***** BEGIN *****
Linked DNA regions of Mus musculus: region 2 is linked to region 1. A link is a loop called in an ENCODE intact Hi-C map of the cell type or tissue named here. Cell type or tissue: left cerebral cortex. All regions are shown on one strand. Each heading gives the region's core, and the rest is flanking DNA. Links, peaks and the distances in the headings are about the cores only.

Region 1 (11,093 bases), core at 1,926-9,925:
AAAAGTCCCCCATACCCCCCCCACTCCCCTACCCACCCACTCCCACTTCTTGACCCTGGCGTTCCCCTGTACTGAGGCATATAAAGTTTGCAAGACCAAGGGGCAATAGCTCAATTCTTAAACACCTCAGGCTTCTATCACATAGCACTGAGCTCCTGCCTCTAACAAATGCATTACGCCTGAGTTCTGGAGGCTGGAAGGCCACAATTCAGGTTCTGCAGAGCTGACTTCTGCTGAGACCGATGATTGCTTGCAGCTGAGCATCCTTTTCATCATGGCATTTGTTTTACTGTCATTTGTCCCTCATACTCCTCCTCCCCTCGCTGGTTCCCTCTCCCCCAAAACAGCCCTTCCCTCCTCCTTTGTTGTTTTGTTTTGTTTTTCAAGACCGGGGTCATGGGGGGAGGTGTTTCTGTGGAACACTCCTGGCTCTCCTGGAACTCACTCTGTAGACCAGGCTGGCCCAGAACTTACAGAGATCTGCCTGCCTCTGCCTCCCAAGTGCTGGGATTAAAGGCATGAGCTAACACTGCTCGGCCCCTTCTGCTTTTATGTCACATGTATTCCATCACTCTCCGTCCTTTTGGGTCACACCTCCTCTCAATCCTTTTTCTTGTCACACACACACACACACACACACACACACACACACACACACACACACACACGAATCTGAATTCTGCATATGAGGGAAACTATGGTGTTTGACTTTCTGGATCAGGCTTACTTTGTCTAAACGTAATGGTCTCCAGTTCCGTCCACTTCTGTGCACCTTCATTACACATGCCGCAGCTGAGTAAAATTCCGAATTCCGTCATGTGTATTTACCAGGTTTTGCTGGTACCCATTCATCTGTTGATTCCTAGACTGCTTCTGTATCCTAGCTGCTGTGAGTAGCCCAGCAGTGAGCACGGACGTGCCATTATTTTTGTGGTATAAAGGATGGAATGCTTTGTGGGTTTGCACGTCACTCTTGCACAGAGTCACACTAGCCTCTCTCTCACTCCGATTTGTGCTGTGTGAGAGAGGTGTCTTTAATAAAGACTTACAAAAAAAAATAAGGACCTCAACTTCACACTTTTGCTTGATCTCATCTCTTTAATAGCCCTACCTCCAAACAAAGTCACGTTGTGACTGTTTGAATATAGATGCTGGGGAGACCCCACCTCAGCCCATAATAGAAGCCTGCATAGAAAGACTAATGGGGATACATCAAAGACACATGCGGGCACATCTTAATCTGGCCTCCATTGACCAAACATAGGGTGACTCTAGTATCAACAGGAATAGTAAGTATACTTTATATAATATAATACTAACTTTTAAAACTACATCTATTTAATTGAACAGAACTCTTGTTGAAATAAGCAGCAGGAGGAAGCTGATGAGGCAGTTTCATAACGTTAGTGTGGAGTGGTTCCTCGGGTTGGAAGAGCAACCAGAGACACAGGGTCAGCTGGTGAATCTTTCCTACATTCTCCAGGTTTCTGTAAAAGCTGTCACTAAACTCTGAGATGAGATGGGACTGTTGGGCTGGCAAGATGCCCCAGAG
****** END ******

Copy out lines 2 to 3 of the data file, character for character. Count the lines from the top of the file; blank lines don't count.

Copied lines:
Region 1 (11,093 bases), core at 1,926-9,925:
AAAAGTCCCCCATACCCCCCCCACTCCCCTACCCACCCACTCCCACTTCTTGACCCTGGCGTTCCCCTGTACTGAGGCATATAAAGTTTGCAAGACCAAGGGGCAATAGCTCAATTCTTAAACACCTCAGGCTTCTATCACATAGCACTGAGCTCCTGCCTCTAACAAATGCATTACGCCTGAGTTCTGGAGGCTGGAAGGCCACAATTCAGGTTCTGCAGAGCTGACTTCTGCTGAGACCGATGATTGCTTGCAGCTGAGCATCCTTTTCATCATGGCATTTGTTTTACTGTCATTTGTCCCTCATACTCCTCCTCCCCTCGCTGGTTCCCTCTCCCCCAAAACAGCCCTTCCCTCCTCCTTTGTTGTTTTGTTTTGTTTTTCAAGACCGGGGTCATGGGGGGAGGTGTTTCTGTGGAACACTCCTGGCTCTCCTGGAACTCACTCTGTAGACCAGGCTGGCCCAGAACTTACAGAGATCTGCCTGCCTCTGCCTCCCAAGTGCTGGGATTAAAGGCATGAGCTAACACTGCTCGGCCCCTTCTGCTTTTATGTCACATGTATTCCATCACTCTCCGTCCTTTTGGGTCACACCTCCTCTCAATCCTTTTTCTTGTCACACACACACACACACACACACACACACACACACACACACACACACACACGAATCTGAATTCTGCATATGAGGGAAACTATGGTGTTTGACTTTCTGGATCAGGCTTACTTTGTCTAAACGTAATGGTCTCCAGTTCCGTCCACTTCTGTGCACCTTCATTACACATGCCGCAGCTGAGTAAAATTCCGAATTCCGTCATGTGTATTTACCAGGTTTTGCTGGTACCCATTCATCTGTTGATTCCTAGACTGCTTCTGTATCCTAGCTGCTGTGAGTAGCCCAGCAGTGAGCACGGACGTGCCATTATTTTTGTGGTATAAAGGATGGAATGCTTTGTGGGTTTGCACGTCACTCTTGCACAGAGTCACACTAGCCTCTCTCTCACTCCGATTTGTGCTGTGTGAGAGAGGTGTCTTTAATAAAGACTTACAAAAAAAAATAAGGACCTCAACTTCACACTTTTGCTTGATCTCATCTCTTTAATAGCCCTACCTCCAAACAAAGTCACGTTGTGACTGTTTGAATATAGATGCTGGGGAGACCCCACCTCAGCCCATAATAGAAGCCTGCATAGAAAGACTAATGGGGATACATCAAAGACACATGCGGGCACATCTTAATCTGGCCTCCATTGACCAAACATAGGGTGACTCTAGTATCAACAGGAATAGTAAGTATACTTTATATAATATAATACTAACTTTTAAAACTACATCTATTTAATTGAACAGAACTCTTGTTGAAATAAGCAGCAGGAGGAAGCTGATGAGGCAGTTTCATAACGTTAGTGTGGAGTGGTTCCTCGGGTTGGAAGAGCAACCAGAGACACAGGGTCAGCTGGTGAATCTTTCCTACATTCTCCAGGTTTCTGTAAAAGCTGTCACTAAACTCTGAGATGAGATGGGACTGTTGGGCTGGCAAGATGCCCCAGAG